LOS ANGELES – While LA City Council President Nury Martinez was filing a motion last week seeking to cut $150 million from the LAPD budget, she had an LAPD unit standing watch outside her home providing her family with a private security detail since April.
The round-the-clock protection unit, often staffed by two officers, infuriated some members of the police force when Martinez introduced the motion, which reads in part:
“We need a vision for our city that says ‘there is going to be justice.’ American society is founded on a racial hierarchy, one that is born out of slavery, followed by Jim Crow segregation and corporate abuse of labor. As such, police departments are asked to enforce a system of laws that are designed to reinforce and maintain economic and racial inequality.”
“It’s kind of ironic. Here she is demanding $150 million be reallocated from the police budget, but yet she has security at her house by the Los Angeles Police Department,” said Det. Jamie McBride, who serves as director of the Los Angeles Police Protective League, the LAPD’s union.
McBride, who has been in law enforcement for 30 years, spent more than five years at the LAPD’s Foothill Division, which serves Martinez’s district in the San Fernando Valley.
The station covers 44 square miles with seven police units each shift, according to a high-ranking member stationed at the division.
“It’s a very, very large division,” McBride said. “Now we’re taking one unit away from the equation. If a citizen calls 911 there’s less units on the streets to respond to that 911 call.”
Spectrum News 1 shot exclusive video of the units standing watch at Martinez’s home last week after receiving a tip about the private security detail.
Neighbors confirmed the units had been there for two months, but didn’t want to speak on camera, only saying they were pleased with having private security provided by the LAPD in their neighborhood.
Multiple LAPD sources confirmed the units were directed to provide 24/7 security beginning April 4 at Martinez’s home, almost always staffed by two officers. As of May 6, we’re told the detail decreased to 7 a.m. to 9 p.m. with roving patrol checks overnight.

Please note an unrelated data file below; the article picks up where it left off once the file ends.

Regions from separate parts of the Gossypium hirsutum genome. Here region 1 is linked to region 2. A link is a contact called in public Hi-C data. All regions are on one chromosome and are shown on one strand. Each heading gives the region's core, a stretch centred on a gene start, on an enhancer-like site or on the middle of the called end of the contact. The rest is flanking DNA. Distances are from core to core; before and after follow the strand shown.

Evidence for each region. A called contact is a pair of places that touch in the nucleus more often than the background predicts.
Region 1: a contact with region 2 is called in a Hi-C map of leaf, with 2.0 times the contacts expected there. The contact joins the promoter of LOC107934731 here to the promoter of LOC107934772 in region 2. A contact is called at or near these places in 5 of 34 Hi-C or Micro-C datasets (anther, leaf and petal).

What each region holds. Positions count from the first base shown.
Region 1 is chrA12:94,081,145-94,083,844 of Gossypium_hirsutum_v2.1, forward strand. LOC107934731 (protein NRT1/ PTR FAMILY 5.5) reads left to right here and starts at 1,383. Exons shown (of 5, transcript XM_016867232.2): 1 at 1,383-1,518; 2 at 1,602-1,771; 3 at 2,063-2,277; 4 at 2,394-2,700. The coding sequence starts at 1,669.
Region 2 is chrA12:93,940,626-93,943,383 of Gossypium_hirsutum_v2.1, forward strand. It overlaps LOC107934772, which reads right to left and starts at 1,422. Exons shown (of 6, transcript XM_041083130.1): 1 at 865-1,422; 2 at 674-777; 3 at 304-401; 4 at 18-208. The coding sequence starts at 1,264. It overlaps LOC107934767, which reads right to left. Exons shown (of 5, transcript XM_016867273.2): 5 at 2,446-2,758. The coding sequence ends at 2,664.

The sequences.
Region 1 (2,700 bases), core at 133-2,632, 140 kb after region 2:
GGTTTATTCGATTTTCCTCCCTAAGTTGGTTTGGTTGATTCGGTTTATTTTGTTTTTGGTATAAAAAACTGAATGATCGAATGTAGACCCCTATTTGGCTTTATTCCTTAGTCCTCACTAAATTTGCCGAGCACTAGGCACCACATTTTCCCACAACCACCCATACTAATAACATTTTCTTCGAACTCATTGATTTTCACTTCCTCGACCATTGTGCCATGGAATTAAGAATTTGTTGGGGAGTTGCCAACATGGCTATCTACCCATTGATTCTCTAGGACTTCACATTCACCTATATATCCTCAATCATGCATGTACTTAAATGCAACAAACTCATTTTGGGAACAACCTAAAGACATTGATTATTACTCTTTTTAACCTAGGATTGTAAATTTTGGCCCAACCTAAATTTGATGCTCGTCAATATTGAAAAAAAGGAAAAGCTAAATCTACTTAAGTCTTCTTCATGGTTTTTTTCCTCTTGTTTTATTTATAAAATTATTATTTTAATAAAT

McBride said with the city of Los Angeles facing a budget crisis amid the COVID-19 pandemic, he feels Martinez should have hired private security instead of using taxpayer dollars to fund round-the-clock protection.
“It’s disgusting,” McBride said. “For two officers in front of a residence since April, you’re probably over $100,000 of the people’s money.”
The protection detail was canceled Thursday night when we first contacted Martinez’s office for comment.
Rick Coca, the spokesman for the Council President, responded to Spectrum News 1 on Monday with the following statement:
“After death threats to the Council President and her daughter and safety concerns that began over a month ago, LAPD recommended that placing a detail at her home was the best course of action to ensure the safety of the Council President and her family.”
Coca later told Spectrum News 1 that Martinez canceled the detail because she felt the security it was supposed to provide was now compromised.
A spokesman for the LAPD would not offer details on whether credible threats existed, saying the department does not comment on security details.
“They try to keep things close to the vest because they can get leaked to the media and upset the community," McBride said. "And if she really felt threatened, then that security should have still been in place. Obviously there wasn’t a threat there because the units from what I understand have disappeared.”
Tensions between the City Council and the LAPPL came to a boiling point when Martinez, joined by Councilmembers Herb Wesson, Curren Price and Monica Rodriguez, introduced a motion to cut funding to the LAPD by $150 million as a response to the protests over racial injustice.
The proposed cuts would amount to a relatively small fraction of the overall LAPD budget of $3.1 billion, but the move still sent shockwaves through the department.
During one contentious meeting between the LAPD’s Valley Bureau and Councilwoman Monica Rodriguez that was filmed and posted to social media, one officer suggested if cuts were going to be made, the city should start with protection details provided by the LAPD at council members’ homes.
In the video you can hear the officer ask Councilwoman Rodriguez, “How many council members currently have a protection detail at their residence?” Rodriguez replied that she didn’t know but would look into it.
“Ok, if, maybe you find that out we can probably start by cutting those details, that’ll probably trim some of the budget,” said the officer.”
We tried to determine if any other council members had security details during the same time period as Martinez but LAPD’s spokesman would not reveal that information.
“You have police officers providing security for city leaders and then we feel backstabbed,” McBride said.
That feeling of betrayal was highlighted when the LAPPL went as far as calling Mayor Eric Garcetti ‘unstable.’ It came as a response to a public comment made by the mayor in which he referred to police as “killers.” He later clarified, saying he was speaking about police agencies across the country.
“He calls all police officers killers, and yet we’re the ones that provide security for him his wife and his children,” McBride said. “It’s two-faced. They’ll do whatever they can to make somebody happy over here, then they’ll go over there and say something else. It’s a typical politician move.”